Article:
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Log, Apr 26, 2002

29 people. After a long and discouraging string of rained or clouded out Fridays, the skies finally were clear from start to finish for a whole Friday night at FDO! Some members hadn't been at the dome for two months because of poor conditions, so they were raring to go. And we had visitors from as far away as New Jersey. Unfortunately, it was also the night of full moon, so our viewing options were severely limited. Nonetheless, a respectable crowd gathered to enjoy the developing conjunction of five planets in the western sky after sunset.

Closest to the horizon (as is usually the case) was Mercury. This seldom seen planet was easily visible in the twilight, shining at magnitude -0.5. It's small disk, about 6.6" in diameter, was 60% illuminated, and most observers noted a distinctly pinkish tinge to it, probably caused by dust in our own atmosphere.

To Mercury's upper left, 7 degrees away, was the brilliant Venus, ablaze at magnitude -3.9. It's larger 11" disk was a brilliant but featureless white, about 90% illuminated.

Moving eastward we next observed Mars, now a rather dim object, at least in comparison to the other four planets. Lying 215 million miles from Earth it has faded to magnitude 1.6, and it's tiny disk, just 4" in diameter, revealed no features at all. What a change there will be when Mars makes its next approach to Earth 16 months from now, the closest opposition in history. Mars will then appear over 6 times larger and about 150 times brighter than it did this night!

Moving on we at last observed a planet that showed some detail, wonderful Saturn. Though it has now moved 915 million miles from Earth it still was a grand sight, showing fine detail in its ring system and in the cloud bands. We also observed five moons: Iapetus, Titan, Rhea, Dione and Tethys. Were it not for the bright moonlight we surely would have spotted Enceladus and possibly Hyperion as well.

Last came mighty Jupiter, always an impressive sight, no matter its location in the sky. There were no moon events to watch nor was the great red spot visible at the time, but all enjoyed viewing the many colored bands on the planet, some of which contained obvious storms. Each of the four bright moons revealed crisp little disks, despite Jupiter's growing distance from Earth, now almost 520 million miles.

Joe had set up his 10 x 70 binoculars on a tripod outdoors, and we were able to look at Comet Ikeya-Zhang, lying low near the NNE horizon in Cepheus. A dim tail was visible, but the comet's increasing distance (45 million miles) and low position took its toll. Still we swung the 16" scope over for a look at the bright and not terribly condensed core. Ikeya-Zhang is now climbing higher in the NE sky after midnight, and will be visible for many weeks to come.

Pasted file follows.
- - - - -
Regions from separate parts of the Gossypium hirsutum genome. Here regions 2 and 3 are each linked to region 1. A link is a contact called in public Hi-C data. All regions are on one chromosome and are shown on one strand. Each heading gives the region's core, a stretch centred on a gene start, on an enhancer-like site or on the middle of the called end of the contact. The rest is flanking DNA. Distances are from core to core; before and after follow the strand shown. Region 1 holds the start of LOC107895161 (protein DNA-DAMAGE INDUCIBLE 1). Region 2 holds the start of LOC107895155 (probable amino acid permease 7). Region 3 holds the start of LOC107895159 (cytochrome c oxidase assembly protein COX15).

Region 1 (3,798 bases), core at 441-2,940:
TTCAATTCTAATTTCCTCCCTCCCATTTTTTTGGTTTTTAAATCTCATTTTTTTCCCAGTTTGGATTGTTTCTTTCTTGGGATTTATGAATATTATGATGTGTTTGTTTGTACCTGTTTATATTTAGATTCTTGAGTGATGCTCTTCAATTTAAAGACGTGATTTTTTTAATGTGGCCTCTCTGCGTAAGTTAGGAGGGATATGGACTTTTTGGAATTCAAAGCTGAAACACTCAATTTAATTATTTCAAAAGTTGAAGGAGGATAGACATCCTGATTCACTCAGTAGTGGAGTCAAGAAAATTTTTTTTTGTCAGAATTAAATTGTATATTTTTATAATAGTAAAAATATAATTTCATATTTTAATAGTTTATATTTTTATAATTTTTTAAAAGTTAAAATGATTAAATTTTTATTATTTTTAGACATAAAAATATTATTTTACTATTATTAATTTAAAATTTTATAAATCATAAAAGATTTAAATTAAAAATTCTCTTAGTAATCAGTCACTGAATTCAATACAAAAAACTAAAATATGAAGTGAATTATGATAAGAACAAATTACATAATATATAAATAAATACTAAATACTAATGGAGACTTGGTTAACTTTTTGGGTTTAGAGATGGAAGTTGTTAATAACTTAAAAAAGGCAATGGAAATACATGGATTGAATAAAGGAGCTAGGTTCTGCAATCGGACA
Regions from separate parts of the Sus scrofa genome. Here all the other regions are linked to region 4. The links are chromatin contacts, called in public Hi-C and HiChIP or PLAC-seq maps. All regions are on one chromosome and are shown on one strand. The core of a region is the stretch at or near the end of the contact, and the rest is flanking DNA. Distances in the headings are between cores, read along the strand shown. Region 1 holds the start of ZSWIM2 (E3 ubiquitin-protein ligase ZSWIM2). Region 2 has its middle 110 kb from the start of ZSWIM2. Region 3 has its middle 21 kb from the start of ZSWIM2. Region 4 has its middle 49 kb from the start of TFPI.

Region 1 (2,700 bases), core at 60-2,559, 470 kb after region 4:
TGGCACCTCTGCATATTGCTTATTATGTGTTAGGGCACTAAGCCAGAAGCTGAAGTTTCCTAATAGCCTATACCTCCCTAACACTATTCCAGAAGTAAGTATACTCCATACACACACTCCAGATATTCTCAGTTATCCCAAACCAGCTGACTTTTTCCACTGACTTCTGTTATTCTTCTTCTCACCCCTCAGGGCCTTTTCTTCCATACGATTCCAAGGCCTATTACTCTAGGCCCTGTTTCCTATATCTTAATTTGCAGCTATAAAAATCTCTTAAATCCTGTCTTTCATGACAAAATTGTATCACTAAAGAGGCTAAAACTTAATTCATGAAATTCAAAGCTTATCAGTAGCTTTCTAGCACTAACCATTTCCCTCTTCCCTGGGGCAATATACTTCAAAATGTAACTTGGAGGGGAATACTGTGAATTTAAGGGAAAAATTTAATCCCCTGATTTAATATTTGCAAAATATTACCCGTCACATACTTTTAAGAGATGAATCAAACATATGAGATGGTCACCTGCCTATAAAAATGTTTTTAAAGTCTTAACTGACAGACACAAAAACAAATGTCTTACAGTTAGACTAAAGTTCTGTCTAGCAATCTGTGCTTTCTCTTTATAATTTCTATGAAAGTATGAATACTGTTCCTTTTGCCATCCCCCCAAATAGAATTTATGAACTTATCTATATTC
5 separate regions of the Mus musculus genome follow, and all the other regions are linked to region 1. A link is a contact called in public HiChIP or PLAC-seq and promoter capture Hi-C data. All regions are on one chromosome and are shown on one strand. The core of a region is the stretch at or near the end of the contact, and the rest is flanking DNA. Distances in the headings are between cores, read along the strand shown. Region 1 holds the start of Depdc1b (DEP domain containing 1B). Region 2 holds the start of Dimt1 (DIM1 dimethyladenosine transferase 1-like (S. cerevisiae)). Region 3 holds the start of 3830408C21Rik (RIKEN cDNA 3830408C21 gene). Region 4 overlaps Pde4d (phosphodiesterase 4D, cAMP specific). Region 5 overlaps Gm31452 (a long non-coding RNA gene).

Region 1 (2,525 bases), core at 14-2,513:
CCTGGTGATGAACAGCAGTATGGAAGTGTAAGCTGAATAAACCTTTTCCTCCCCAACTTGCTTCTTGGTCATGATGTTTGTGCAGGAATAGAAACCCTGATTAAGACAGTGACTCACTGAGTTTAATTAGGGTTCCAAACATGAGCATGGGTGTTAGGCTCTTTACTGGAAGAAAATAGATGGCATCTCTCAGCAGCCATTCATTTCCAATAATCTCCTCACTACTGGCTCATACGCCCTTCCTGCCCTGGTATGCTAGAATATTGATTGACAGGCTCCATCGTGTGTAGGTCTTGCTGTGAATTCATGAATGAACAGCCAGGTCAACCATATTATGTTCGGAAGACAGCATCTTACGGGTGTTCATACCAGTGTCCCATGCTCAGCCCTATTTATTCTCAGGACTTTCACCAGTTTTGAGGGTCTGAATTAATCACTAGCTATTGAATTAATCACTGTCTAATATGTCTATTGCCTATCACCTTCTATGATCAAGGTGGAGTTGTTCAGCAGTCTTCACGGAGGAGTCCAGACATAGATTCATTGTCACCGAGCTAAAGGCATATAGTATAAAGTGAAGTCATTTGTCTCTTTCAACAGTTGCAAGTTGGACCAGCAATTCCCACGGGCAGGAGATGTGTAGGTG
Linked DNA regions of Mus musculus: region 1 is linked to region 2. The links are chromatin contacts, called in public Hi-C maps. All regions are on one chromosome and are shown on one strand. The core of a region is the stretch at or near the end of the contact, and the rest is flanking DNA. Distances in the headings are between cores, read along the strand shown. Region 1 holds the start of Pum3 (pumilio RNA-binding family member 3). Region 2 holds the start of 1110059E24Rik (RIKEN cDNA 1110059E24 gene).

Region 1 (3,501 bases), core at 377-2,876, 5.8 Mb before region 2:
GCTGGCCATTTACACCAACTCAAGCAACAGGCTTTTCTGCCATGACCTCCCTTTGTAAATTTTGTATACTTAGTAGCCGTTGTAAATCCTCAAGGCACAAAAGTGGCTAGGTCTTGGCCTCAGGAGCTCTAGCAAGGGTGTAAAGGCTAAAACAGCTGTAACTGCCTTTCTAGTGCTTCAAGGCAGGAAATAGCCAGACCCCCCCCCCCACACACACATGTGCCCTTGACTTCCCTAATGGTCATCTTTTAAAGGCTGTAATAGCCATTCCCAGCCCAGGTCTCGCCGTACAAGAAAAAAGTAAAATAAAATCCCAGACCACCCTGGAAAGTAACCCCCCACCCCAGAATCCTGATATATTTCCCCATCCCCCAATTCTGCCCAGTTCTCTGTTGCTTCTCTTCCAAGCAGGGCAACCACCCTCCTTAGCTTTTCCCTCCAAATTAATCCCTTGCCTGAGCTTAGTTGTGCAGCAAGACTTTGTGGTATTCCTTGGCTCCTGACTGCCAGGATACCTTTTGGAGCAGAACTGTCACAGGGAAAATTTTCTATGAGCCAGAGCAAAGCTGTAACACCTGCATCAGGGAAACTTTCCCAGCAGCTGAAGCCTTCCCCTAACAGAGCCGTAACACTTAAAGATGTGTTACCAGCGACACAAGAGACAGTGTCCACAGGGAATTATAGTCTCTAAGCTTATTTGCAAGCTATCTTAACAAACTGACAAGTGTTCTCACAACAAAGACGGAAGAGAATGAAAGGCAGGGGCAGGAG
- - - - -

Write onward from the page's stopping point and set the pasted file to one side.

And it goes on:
The remainder of the night was limited to views of a few a few double stars. Notable were Polaris and Rasalgethi (alpha Herculis). We took the obligatory look at the full moon (nearly blinding ourselves in the process) and pointing out the remarkable ray structures found all over the lunar surface. The variable polarizing filter made viewing much more comfortable! Shortly later, with a change of staffers at the 16", we turned to M13 just for the heck of it. Only about 22 degrees from the full moon we weren't expecting much, and that's what we got. Just a dim hazy spot, which for some reason appeared much dimmer than 5th magnitude Ikeya-Zhang. Odd, we thought, until a bit later when we realized that we'd left the polarizing filter on the 40mm eyepiece!

With the brilliant moon rising higher and higher and the planets setting in the west, we had little else to observe. A few folks asked about the outer flanets, Uranus, Neptune and Pluto. Doug pointed out that this next month or so will be one of those rare times when all of the planets beyond Earth can be observed in one night. This is something that's never been done at FDO, nor have many observers elsewhere tried it. Right now the outer planets are coming into position late at night, and we may try to view all 8 planets on one of the next two Fridays if the weather cooperates and we can hang in for most of the night. The moon will also be moving from view, making for some fine deep sky possibilities to go along with milder temperatures.

At 11:40 Steve and Doug began closing down the dome and were on the way out of the park just before midnight - with a beacon of a moon to guide them on their long rides home.

-Les Coleman

Leslie Coleman
Author:
Leslie Coleman
Entry Date:
Apr 26, 2002
Published Under:
Leslie Coleman's Log
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